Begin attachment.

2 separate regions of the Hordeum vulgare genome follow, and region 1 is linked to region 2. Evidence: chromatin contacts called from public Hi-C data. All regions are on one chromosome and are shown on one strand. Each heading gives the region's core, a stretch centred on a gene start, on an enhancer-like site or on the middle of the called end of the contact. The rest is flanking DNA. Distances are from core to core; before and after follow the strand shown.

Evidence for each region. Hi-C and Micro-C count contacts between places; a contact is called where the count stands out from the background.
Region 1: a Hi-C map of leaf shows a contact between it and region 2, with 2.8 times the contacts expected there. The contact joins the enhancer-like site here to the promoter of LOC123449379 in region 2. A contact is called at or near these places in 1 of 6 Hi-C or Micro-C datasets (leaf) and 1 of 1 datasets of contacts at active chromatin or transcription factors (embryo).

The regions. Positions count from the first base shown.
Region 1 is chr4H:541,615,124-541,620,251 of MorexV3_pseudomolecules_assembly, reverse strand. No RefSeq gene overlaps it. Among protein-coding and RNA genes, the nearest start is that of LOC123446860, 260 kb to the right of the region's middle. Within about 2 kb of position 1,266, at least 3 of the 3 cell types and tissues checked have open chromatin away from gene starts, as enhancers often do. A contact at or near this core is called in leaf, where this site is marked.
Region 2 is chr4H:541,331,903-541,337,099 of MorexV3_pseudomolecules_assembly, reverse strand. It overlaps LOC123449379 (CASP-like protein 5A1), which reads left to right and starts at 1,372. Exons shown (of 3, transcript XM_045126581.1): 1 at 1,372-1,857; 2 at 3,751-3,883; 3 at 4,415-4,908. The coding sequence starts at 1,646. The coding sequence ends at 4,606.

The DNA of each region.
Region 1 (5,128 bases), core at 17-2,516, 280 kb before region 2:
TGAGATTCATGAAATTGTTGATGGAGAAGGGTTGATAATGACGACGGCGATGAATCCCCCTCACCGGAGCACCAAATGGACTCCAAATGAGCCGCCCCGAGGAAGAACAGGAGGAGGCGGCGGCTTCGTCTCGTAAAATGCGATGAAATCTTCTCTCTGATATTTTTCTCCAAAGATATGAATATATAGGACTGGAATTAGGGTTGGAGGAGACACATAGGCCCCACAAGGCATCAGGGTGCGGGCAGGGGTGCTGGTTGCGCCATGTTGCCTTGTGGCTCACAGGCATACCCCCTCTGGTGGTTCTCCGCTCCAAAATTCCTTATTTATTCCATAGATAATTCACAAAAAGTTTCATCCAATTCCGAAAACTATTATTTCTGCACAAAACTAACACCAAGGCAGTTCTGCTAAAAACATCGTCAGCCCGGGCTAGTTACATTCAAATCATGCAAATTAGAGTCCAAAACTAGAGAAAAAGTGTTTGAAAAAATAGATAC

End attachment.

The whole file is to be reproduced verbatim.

2 separate regions of the Hordeum vulgare genome follow, and region 1 is linked to region 2. Evidence: chromatin contacts called from public Hi-C data. All regions are on one chromosome and are shown on one strand. Each heading gives the region's core, a stretch centred on a gene start, on an enhancer-like site or on the middle of the called end of the contact. The rest is flanking DNA. Distances are from core to core; before and after follow the strand shown.

Evidence for each region. Hi-C and Micro-C count contacts between places; a contact is called where the count stands out from the background.
Region 1: a Hi-C map of leaf shows a contact between it and region 2, with 2.8 times the contacts expected there. The contact joins the enhancer-like site here to the promoter of LOC123449379 in region 2. A contact is called at or near these places in 1 of 6 Hi-C or Micro-C datasets (leaf) and 1 of 1 datasets of contacts at active chromatin or transcription factors (embryo).

The regions. Positions count from the first base shown.
Region 1 is chr4H:541,615,124-541,620,251 of MorexV3_pseudomolecules_assembly, reverse strand. No RefSeq gene overlaps it. Among protein-coding and RNA genes, the nearest start is that of LOC123446860, 260 kb to the right of the region's middle. Within about 2 kb of position 1,266, at least 3 of the 3 cell types and tissues checked have open chromatin away from gene starts, as enhancers often do. A contact at or near this core is called in leaf, where this site is marked.
Region 2 is chr4H:541,331,903-541,337,099 of MorexV3_pseudomolecules_assembly, reverse strand. It overlaps LOC123449379 (CASP-like protein 5A1), which reads left to right and starts at 1,372. Exons shown (of 3, transcript XM_045126581.1): 1 at 1,372-1,857; 2 at 3,751-3,883; 3 at 4,415-4,908. The coding sequence starts at 1,646. The coding sequence ends at 4,606.

The DNA of each region.
Region 1 (5,128 bases), core at 17-2,516, 280 kb before region 2:
TGAGATTCATGAAATTGTTGATGGAGAAGGGTTGATAATGACGACGGCGATGAATCCCCCTCACCGGAGCACCAAATGGACTCCAAATGAGCCGCCCCGAGGAAGAACAGGAGGAGGCGGCGGCTTCGTCTCGTAAAATGCGATGAAATCTTCTCTCTGATATTTTTCTCCAAAGATATGAATATATAGGACTGGAATTAGGGTTGGAGGAGACACATAGGCCCCACAAGGCATCAGGGTGCGGGCAGGGGTGCTGGTTGCGCCATGTTGCCTTGTGGCTCACAGGCATACCCCCTCTGGTGGTTCTCCGCTCCAAAATTCCTTATTTATTCCATAGATAATTCACAAAAAGTTTCATCCAATTCCGAAAACTATTATTTCTGCACAAAACTAACACCAAGGCAGTTCTGCTAAAAACATCGTCAGCCCGGGCTAGTTACATTCAAATCATGCAAATTAGAGTCCAAAACTAGAGAAAAAGTGTTTGAAAAAATAGATAC